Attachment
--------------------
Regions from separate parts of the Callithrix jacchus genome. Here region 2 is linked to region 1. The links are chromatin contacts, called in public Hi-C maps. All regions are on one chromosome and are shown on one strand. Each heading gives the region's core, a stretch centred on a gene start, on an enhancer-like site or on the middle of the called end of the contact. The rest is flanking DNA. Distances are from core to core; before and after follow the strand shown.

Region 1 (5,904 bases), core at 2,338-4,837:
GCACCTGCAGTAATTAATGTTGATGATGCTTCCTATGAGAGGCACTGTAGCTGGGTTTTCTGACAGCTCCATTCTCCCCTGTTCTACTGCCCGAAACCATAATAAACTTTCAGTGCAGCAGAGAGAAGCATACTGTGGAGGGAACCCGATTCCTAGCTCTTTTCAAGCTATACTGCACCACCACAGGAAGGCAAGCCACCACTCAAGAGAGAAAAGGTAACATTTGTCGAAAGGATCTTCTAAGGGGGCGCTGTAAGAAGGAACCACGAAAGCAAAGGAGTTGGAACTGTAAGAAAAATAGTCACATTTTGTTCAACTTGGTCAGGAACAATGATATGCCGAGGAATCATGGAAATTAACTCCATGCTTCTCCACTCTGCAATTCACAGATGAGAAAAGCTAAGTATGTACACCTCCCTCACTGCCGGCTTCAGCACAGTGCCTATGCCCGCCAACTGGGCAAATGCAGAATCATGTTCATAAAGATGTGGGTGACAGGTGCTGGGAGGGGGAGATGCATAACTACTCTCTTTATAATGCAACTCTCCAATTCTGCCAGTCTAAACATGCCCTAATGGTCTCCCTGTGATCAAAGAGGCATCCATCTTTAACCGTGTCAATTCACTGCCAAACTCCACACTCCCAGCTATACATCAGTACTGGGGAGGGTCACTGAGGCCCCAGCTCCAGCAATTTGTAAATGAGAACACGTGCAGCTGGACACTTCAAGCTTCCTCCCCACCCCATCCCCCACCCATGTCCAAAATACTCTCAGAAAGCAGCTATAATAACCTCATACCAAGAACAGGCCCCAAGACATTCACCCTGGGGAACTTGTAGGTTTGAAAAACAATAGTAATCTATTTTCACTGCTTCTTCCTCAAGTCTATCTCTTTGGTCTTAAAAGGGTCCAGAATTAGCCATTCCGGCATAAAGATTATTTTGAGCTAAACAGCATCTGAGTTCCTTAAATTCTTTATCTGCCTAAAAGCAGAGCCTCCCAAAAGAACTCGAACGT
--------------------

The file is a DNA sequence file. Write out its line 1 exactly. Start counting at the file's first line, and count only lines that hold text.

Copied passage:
Regions from separate parts of the Callithrix jacchus genome. Here region 2 is linked to region 1. The links are chromatin contacts, called in public Hi-C maps. All regions are on one chromosome and are shown on one strand. Each heading gives the region's core, a stretch centred on a gene start, on an enhancer-like site or on the middle of the called end of the contact. The rest is flanking DNA. Distances are from core to core; before and after follow the strand shown.